It is difficult to truly understand Ghana’s health issues without considering firsthand perspectives. In an interview with The Borgen Project, Dr. Enoch Darko, an emergency medicine physician who graduated from the University of Ghana Medical School, commented on some of the health issues that have plagued Ghana in recent decades. “A lot of problems that most third world countries, including Ghana, deal with are parasitic diseases such as malaria and gastroenteritis. Though health issues like diabetes and hypertension still remain in countries around the world, and even the United States, the difference is that some diseases that have been eradicated in Western countries still remain in countries like Ghana,” Darko said. “Many people in Ghana simply do not see a doctor for routine checkups like in the United States. Rather, most people will only go to see a doctor when they are feeling sick. As a result, lesser symptoms may go unchecked, thus contributing to the prevalence and spread of disease and infection. Combined with the fact that many Ghanaians in rural communities may not have sufficient money to afford treatment or medicine, this becomes a cycle for poor or sick Ghanaians.”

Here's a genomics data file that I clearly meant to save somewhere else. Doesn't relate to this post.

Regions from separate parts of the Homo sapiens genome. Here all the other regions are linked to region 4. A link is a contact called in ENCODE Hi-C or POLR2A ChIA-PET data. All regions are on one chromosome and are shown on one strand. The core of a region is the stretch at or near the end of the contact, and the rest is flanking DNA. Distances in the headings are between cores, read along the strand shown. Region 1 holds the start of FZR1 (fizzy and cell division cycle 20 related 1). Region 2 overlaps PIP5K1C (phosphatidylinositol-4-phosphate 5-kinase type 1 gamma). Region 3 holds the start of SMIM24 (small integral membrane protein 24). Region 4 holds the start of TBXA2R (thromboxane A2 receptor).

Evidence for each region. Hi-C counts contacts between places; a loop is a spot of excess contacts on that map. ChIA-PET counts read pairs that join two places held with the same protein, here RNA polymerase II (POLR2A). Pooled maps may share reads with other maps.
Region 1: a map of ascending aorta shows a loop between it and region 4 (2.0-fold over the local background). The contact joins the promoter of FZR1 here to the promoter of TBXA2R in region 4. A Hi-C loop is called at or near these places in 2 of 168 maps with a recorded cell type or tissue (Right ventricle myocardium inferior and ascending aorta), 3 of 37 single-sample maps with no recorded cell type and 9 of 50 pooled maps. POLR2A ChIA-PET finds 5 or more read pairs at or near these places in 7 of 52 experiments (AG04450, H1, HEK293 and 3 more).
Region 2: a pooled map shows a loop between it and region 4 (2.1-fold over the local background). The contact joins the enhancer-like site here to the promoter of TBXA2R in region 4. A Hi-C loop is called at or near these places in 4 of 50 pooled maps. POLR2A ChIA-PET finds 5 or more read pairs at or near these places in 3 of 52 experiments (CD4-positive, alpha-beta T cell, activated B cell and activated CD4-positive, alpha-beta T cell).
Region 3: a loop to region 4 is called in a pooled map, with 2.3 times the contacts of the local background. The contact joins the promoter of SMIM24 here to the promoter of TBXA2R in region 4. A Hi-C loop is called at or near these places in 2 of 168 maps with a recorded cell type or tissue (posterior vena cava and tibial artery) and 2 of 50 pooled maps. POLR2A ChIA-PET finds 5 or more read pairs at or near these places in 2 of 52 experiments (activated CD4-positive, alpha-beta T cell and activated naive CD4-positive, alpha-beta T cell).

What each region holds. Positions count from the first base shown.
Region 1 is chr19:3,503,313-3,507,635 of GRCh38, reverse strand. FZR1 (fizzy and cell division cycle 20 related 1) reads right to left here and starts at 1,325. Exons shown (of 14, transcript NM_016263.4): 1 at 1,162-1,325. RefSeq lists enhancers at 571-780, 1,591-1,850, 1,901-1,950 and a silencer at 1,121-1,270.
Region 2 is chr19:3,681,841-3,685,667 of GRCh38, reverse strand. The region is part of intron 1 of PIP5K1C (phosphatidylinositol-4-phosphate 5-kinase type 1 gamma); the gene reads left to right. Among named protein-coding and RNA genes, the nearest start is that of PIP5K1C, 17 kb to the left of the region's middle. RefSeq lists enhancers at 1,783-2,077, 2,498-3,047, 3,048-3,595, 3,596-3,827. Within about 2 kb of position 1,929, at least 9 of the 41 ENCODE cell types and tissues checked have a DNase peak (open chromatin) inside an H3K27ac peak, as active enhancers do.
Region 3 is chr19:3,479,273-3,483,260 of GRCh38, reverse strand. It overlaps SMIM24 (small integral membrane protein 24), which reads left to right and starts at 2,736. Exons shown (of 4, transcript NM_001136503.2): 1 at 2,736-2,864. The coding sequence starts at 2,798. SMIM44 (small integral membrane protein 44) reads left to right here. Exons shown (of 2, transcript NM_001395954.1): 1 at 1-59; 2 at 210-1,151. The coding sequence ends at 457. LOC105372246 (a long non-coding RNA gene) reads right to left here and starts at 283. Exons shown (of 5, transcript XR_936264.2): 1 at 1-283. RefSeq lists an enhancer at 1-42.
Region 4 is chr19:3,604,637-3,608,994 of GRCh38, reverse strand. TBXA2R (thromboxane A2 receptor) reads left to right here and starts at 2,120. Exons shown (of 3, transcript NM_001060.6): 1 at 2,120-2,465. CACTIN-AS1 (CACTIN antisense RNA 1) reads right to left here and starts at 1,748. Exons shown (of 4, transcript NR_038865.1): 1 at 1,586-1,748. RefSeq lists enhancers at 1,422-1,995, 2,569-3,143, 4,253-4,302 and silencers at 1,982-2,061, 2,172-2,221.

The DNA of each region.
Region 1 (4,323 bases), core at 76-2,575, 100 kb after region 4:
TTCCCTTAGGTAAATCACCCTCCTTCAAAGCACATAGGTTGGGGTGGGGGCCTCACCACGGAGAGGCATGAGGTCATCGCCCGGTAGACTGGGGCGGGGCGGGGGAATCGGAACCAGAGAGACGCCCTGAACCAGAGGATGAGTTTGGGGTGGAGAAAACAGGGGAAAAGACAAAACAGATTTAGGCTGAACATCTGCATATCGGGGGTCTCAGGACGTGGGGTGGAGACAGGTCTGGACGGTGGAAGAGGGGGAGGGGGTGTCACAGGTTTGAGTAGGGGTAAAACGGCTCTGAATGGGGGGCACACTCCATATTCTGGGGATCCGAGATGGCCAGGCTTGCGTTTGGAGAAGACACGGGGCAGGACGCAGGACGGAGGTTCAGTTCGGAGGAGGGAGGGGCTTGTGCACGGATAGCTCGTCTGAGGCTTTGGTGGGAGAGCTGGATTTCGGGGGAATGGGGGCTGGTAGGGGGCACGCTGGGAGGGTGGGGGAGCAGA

That said, it is hoped that with continued support from international players as well as government intervention, the country can continue to make strides in addressing health care for its citizens.

Ethan Marchetti
Photo: Flickr

 

Ecological Approach to Diminish Poverty in ChinaUnder the leadership of President Xi Jinping, many successful efforts have been made in recent years to diminish poverty in China, such as taking an ecological approach. One such effort is the approach of creating jobs for impoverished citizens through the implementation of land protection programs. Poverty in China and environmental sustainability issues are being treated simultaneously. As designated by the Chinese government, impoverished people are those earning approximately $1.10 per day. Comparatively, the International Poverty line, established by the World Bank in 2015, rests at earning $1.90 per day.